What is rabies?
Rabies results in death among infected cats. Cats in the streets and even cats indoor can be potential sources of infection for humans and there is no treatment available against the disease – a reason why this disease has remained a major public health concern until now.
Rabies is caused by a virus. The disease is spread to other susceptible animals, not just cats but also other warm-blooded animals, through the saliva which contains the virus coming from an infected animal.
However, cats have been among the major concern because even the scratch from an infected cat’s claws can result to a spread of the disease. Why so? Because cats often groom themselves by licking at their coat and their paws, infected cats contaminate their paws with their infective saliva.
How can I and my cat get rabies?
Rabid animals, or animals that have been infected with rabies, can infect your cat through a bite or through the entry of the virus in the infective saliva in an open wound.
Humans can get the disease through a bite of an infected animal or even from another infected human. Wound contamination among humans with the infective saliva can also serve as method of infection in humans.
How do I know my cat has rabies?
The symptoms of the disease usually occur between ten days to several months following infection, depending on the location of the bite and how long will it take for the virus to reach the brain.
Of the forms of rabies, namely furious form and dumb form, cats most commonly experience the furious form. Signs and symptoms of rabies include:
- Change in behavior
- Restlessness and searching for dark areas for a hiding place
- Cat becomes vicious and attacks anything or anyone in its path whether humans or animals.
- Bright lights and loud noises can induce the so-called biting seizures
As the disease persists and progress into the paralytic state, the cat will show the following symptoms:
- Inability to swallow (even liquids)
- Severe salivation
- Frothing at the mouth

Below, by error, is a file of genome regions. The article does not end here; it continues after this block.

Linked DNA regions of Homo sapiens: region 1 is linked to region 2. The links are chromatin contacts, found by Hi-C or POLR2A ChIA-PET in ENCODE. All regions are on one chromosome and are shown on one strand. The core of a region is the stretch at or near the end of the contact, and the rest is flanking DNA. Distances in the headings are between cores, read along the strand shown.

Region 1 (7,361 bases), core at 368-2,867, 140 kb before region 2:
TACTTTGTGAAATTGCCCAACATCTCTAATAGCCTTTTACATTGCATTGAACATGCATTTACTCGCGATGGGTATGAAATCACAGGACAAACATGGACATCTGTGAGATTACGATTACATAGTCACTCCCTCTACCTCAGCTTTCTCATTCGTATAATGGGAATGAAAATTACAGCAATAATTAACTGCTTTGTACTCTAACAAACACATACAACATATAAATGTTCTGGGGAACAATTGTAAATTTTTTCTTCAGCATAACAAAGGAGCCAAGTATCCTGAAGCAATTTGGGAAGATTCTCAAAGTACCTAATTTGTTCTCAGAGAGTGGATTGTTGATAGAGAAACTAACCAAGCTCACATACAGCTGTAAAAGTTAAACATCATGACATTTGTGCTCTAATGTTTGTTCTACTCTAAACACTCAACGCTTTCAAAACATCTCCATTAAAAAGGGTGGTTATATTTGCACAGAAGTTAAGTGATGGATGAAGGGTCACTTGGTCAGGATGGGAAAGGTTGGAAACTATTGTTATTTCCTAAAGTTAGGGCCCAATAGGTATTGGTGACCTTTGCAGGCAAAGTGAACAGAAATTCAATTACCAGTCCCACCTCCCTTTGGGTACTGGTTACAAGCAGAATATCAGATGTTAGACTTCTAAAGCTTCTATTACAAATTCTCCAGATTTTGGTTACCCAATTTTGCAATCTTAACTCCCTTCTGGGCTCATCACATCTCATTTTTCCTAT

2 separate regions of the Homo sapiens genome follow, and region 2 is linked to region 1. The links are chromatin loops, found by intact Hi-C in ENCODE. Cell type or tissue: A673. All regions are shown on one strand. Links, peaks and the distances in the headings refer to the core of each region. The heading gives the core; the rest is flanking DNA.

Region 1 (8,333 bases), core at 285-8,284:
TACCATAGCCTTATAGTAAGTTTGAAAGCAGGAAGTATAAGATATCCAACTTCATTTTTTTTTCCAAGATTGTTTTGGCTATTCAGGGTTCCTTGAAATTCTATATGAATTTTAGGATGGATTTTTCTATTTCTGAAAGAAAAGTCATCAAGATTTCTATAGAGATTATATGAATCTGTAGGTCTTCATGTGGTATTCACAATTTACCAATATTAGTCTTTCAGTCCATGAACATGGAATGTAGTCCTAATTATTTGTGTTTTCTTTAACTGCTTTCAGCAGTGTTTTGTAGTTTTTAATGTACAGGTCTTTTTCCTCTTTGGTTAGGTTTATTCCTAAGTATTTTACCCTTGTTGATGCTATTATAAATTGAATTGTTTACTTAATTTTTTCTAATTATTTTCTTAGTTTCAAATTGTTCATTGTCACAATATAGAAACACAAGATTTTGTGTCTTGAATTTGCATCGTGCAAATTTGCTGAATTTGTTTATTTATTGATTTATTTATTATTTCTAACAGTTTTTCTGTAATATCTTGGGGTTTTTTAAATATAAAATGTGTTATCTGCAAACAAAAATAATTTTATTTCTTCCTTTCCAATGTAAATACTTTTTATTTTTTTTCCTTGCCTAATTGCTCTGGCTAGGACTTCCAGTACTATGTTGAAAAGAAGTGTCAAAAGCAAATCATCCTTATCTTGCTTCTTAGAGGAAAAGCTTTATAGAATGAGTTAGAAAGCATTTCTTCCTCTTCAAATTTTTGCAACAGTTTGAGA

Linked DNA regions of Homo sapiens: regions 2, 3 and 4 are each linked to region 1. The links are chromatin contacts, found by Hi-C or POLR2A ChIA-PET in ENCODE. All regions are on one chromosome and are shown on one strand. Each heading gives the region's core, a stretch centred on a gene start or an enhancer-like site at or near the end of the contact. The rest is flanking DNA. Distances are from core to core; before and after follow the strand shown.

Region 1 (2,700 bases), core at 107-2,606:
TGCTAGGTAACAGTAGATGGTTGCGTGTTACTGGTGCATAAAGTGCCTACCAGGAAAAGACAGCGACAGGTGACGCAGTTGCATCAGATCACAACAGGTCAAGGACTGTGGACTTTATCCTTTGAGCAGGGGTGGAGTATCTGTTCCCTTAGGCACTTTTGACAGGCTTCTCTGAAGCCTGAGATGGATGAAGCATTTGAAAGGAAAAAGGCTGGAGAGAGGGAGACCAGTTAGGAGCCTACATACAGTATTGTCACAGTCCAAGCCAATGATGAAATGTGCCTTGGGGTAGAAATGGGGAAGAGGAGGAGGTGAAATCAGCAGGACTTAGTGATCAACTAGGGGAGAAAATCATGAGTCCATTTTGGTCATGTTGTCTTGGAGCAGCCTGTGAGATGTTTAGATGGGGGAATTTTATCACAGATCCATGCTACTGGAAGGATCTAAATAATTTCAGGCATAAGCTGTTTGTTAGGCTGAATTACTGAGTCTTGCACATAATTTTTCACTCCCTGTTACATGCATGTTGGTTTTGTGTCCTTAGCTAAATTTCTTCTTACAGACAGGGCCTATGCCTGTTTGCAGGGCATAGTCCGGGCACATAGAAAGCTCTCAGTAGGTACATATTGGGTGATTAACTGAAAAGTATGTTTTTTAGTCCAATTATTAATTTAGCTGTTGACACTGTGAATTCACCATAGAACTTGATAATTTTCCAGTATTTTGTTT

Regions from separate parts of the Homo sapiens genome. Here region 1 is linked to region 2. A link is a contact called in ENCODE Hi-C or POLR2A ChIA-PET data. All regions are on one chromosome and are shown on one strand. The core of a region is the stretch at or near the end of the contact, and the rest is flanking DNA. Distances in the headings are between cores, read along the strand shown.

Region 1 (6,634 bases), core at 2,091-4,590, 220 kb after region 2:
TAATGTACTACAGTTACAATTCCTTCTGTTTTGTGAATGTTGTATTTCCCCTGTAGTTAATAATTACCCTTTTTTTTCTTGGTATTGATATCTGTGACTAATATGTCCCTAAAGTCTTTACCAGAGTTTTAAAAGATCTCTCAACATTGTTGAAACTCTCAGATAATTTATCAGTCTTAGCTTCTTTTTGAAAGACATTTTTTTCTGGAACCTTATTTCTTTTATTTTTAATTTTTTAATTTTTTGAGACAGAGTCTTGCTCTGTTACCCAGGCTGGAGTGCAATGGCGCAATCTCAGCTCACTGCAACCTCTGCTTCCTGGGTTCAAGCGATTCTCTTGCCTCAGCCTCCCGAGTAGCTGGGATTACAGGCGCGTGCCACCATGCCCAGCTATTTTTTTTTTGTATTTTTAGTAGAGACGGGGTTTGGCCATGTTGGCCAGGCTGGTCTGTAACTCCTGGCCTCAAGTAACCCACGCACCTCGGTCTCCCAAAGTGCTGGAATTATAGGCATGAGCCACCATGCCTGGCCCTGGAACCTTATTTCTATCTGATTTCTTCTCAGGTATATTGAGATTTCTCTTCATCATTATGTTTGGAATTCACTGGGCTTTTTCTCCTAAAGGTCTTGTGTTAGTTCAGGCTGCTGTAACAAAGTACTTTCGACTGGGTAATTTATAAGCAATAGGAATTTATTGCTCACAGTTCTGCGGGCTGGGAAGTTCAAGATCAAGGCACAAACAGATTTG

- Progressive immobilization of the body and the legs
- Lack of coordination
- Collapse and later, coma and death
Once your cat had been bitten by a stray animal or show any of the above mentioned symptoms, do not hesitate to call the vet in Naples. The vet will ask some questions and will give you instructions on how to deal with your cat.
By all means, avoid any contact with your cat without any instructions from the veterinarian. There is no cure for rabies so you might as well prevent yourself from being infected. Rabies vaccination, as a preventive, is highly recommended in all cats as required by law.
How can rabies be prevented?
The best way to prevent your cat from rabies is by vaccination. Cats are usually vaccinated after 12 weeks of age, again after 1 year and then every 3 years. Your Naples veterinarian can tell you the appropriate vaccination schedule for your pet.
Also, be a responsible pet owner and do not allow your cats to roam freely, especially if you live an area where there are wild animals (bats, foxes, skunks, raccoons).
An ounce of prevention is better than cure; this holds true to many cat diseases. Have your cats vaccinated against the common and often fatal diseases. There are vaccines which combine two or three or more disease in one shot and they are called combination vaccines.
The vet in Naples can tell you the convenience and the other benefits you and your cat will get out of these kinds of vaccine. Your vet can also assist you with issues regarding your cat’s health.